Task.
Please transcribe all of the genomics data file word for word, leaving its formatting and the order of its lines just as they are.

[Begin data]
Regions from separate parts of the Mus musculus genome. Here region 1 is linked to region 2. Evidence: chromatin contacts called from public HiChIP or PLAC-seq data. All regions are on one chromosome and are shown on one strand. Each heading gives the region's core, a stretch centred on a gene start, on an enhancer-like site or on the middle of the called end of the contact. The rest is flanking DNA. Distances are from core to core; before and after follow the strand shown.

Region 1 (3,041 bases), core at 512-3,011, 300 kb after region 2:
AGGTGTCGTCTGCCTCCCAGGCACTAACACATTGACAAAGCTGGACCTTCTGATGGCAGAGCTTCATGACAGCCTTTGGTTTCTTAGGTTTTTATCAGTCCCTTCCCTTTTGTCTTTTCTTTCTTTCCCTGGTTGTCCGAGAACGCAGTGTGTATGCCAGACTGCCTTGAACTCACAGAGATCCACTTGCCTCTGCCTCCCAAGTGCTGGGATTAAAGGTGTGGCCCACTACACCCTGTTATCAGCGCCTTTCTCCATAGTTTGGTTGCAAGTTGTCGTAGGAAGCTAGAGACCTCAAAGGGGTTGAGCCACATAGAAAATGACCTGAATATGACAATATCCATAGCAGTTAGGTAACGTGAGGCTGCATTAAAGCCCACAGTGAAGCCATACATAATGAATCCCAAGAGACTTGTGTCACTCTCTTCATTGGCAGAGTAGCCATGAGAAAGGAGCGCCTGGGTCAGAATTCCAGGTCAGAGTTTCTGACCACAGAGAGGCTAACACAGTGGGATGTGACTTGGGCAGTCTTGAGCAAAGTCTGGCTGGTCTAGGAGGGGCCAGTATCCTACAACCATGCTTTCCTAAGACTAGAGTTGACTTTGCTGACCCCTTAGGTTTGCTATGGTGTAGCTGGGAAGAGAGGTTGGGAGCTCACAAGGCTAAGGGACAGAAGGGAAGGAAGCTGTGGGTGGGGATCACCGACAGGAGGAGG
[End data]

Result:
Regions from separate parts of the Mus musculus genome. Here region 1 is linked to region 2. Evidence: chromatin contacts called from public HiChIP or PLAC-seq data. All regions are on one chromosome and are shown on one strand. Each heading gives the region's core, a stretch centred on a gene start, on an enhancer-like site or on the middle of the called end of the contact. The rest is flanking DNA. Distances are from core to core; before and after follow the strand shown.

Region 1 (3,041 bases), core at 512-3,011, 300 kb after region 2:
AGGTGTCGTCTGCCTCCCAGGCACTAACACATTGACAAAGCTGGACCTTCTGATGGCAGAGCTTCATGACAGCCTTTGGTTTCTTAGGTTTTTATCAGTCCCTTCCCTTTTGTCTTTTCTTTCTTTCCCTGGTTGTCCGAGAACGCAGTGTGTATGCCAGACTGCCTTGAACTCACAGAGATCCACTTGCCTCTGCCTCCCAAGTGCTGGGATTAAAGGTGTGGCCCACTACACCCTGTTATCAGCGCCTTTCTCCATAGTTTGGTTGCAAGTTGTCGTAGGAAGCTAGAGACCTCAAAGGGGTTGAGCCACATAGAAAATGACCTGAATATGACAATATCCATAGCAGTTAGGTAACGTGAGGCTGCATTAAAGCCCACAGTGAAGCCATACATAATGAATCCCAAGAGACTTGTGTCACTCTCTTCATTGGCAGAGTAGCCATGAGAAAGGAGCGCCTGGGTCAGAATTCCAGGTCAGAGTTTCTGACCACAGAGAGGCTAACACAGTGGGATGTGACTTGGGCAGTCTTGAGCAAAGTCTGGCTGGTCTAGGAGGGGCCAGTATCCTACAACCATGCTTTCCTAAGACTAGAGTTGACTTTGCTGACCCCTTAGGTTTGCTATGGTGTAGCTGGGAAGAGAGGTTGGGAGCTCACAAGGCTAAGGGACAGAAGGGAAGGAAGCTGTGGGTGGGGATCACCGACAGGAGGAGG